Over the next few months, my life underwent a subtle but profound change. The positive direction in my office spilled over into the rest of my house, my relationships, and the way I spent my time. Today, I’m better organized and more productive than I’ve ever been. And without the constant struggle to make excuses and tread water, I feel more relaxed than when I was shlubbing around in my jammy pants. By redefining my space, I redefined my purpose, and driven by that purpose, I find—even in the most tedious daily tasks—an undercurrent of joy.

Comments

In theory, I agree with you. Yet, tragically, I cling to my chaos. :)
Joni Rodgers said…
Don't make me come over there, young lady.
Whaddya gonna do, come over here and *organize* me?

Ooooh... throw me in the briar patch, will ya. LOL!
TJ Bennett said…
You can come to my house and clean anytime, Joni. :-) I so agree with you, and yet trying to carve that time out of my schedule...my hubby had to sit on me for weeks to get me to finally set a date to clean out the bedroom office so I could move into a bigger space. Now he's after me about the garage, dammit. What makes it worse is he's totally right. I hate that.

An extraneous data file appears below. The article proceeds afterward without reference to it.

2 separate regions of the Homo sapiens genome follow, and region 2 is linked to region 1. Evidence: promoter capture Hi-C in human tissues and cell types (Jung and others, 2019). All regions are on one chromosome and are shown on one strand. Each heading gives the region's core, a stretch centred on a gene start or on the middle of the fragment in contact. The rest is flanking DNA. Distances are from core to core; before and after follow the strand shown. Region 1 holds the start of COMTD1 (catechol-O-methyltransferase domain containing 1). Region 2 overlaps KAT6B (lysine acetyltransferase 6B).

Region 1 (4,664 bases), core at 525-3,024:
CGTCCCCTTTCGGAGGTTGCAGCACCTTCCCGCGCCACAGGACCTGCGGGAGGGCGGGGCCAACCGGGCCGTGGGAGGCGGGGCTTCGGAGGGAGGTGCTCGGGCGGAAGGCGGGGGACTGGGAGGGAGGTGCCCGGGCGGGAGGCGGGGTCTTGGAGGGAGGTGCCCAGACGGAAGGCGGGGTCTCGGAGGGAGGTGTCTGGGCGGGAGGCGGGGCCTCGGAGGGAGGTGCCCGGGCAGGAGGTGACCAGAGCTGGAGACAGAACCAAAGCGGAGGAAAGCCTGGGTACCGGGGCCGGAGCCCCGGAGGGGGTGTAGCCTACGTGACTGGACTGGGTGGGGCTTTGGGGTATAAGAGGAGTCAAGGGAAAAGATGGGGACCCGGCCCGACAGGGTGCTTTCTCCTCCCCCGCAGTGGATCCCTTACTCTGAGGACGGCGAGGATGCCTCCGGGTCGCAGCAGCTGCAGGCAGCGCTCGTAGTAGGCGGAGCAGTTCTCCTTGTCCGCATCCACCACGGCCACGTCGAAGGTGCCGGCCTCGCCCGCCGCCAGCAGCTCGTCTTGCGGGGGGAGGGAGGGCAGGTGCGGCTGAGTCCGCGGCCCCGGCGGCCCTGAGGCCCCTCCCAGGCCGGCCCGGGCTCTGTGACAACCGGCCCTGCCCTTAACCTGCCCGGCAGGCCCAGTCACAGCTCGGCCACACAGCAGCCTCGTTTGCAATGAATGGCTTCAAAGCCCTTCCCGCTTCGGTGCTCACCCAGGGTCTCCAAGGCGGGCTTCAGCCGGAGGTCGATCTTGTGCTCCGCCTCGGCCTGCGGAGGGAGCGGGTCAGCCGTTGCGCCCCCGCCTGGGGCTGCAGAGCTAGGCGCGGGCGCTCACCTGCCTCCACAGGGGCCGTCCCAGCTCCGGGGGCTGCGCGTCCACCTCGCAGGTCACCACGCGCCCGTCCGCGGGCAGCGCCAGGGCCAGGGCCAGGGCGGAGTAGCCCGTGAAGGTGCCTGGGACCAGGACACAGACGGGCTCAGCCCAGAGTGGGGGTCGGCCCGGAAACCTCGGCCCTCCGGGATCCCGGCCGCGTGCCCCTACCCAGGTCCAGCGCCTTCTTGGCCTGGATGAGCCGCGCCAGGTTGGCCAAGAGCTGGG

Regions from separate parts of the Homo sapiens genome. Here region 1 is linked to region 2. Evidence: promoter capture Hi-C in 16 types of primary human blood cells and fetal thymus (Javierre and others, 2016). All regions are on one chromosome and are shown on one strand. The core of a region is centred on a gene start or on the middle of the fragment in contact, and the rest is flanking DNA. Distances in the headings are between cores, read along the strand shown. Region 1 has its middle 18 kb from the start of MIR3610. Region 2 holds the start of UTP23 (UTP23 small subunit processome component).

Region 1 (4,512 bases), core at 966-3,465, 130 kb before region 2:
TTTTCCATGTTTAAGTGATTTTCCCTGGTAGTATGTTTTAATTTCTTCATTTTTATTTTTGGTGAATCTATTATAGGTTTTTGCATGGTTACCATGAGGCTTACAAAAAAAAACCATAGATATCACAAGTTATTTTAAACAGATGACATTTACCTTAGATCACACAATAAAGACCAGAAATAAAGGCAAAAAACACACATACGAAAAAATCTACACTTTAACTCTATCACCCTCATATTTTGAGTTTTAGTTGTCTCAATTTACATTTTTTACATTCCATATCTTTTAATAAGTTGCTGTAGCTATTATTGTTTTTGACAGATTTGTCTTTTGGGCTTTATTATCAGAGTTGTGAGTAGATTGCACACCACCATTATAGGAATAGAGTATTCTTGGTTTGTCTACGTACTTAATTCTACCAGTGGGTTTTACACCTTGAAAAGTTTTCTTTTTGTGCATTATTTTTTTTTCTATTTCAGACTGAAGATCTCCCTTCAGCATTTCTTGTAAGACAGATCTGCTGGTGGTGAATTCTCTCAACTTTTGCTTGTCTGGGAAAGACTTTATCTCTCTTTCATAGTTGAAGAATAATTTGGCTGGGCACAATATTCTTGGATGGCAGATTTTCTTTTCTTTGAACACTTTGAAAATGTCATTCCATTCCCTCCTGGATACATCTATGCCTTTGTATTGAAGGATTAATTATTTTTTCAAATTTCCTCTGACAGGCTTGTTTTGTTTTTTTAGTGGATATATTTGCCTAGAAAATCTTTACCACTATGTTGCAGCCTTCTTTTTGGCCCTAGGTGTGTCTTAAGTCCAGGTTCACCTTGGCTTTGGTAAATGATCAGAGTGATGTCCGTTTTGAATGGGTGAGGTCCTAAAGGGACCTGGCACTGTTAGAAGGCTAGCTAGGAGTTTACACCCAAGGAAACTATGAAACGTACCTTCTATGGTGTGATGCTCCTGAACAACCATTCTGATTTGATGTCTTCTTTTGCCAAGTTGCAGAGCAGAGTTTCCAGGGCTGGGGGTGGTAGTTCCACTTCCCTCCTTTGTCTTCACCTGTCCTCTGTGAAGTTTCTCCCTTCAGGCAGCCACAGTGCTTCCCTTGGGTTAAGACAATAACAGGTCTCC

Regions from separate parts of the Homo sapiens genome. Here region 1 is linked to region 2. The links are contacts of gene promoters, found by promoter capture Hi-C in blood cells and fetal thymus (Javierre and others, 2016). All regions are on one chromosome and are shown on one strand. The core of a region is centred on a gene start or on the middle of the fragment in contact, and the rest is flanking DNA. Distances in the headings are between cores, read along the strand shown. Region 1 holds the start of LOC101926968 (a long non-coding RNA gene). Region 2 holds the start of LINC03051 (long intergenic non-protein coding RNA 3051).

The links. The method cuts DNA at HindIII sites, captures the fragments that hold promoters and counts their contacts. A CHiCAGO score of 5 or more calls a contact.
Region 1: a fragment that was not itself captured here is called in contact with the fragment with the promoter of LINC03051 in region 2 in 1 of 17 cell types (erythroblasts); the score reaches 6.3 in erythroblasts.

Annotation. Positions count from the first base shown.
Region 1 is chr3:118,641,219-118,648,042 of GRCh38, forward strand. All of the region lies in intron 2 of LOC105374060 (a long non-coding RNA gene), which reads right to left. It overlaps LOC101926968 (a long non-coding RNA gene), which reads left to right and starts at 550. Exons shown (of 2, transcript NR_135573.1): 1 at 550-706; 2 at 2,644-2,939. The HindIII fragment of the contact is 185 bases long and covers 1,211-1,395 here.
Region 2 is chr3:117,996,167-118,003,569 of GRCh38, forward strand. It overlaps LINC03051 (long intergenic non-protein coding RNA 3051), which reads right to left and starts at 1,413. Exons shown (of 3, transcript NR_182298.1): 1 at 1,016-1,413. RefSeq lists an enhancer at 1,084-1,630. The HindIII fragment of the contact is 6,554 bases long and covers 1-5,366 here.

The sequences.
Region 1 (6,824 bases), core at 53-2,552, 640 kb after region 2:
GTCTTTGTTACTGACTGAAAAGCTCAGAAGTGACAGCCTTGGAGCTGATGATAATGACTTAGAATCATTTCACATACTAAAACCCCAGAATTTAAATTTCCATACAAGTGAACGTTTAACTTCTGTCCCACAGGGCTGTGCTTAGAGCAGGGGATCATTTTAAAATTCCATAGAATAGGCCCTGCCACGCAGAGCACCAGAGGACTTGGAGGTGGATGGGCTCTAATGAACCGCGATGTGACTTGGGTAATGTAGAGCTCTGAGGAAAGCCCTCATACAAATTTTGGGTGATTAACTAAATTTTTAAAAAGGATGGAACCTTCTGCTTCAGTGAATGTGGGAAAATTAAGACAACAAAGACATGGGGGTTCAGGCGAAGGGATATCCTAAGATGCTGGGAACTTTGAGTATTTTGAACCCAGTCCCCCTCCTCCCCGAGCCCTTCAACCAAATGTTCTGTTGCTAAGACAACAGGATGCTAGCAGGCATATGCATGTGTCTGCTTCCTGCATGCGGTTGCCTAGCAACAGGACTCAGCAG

TJB
Donna M said…
My hubby is a neat freak engineer. When I married him there wasn't a thing hanging on a wall anywhere in his white-walled house. Not so any more. But if I've brought a little abandon to his ideas about decorating, he's brought a little order to my ideas of private space. The best kind of sharing.
Donna M
Ally Anderson said…
This is priceless. I'm scared to admit that I'm sitting here in my sweatpants. It's cold out, what can I say. Perhaps I've gotten too into my "it's comfortable" zone. I'm also terrified to admit that I have a laundry basket under my desk - of "stuff" waiting to be organized. I think the thing that amazes me most is how organized I am for like half the year. Everything will have a space. I'll be clutter free, so organized......... and then it just creeps back in and I get buried under work and don't take the time to organize again.

I'm sharing your post with my writers group. But I'm going to take it one step further and blog about my progress of cleaning me office. If I'm brave, I'll take pictures. B/c sharing makes me the most accountable. LOL Otherwise the characters will take over or clients will call...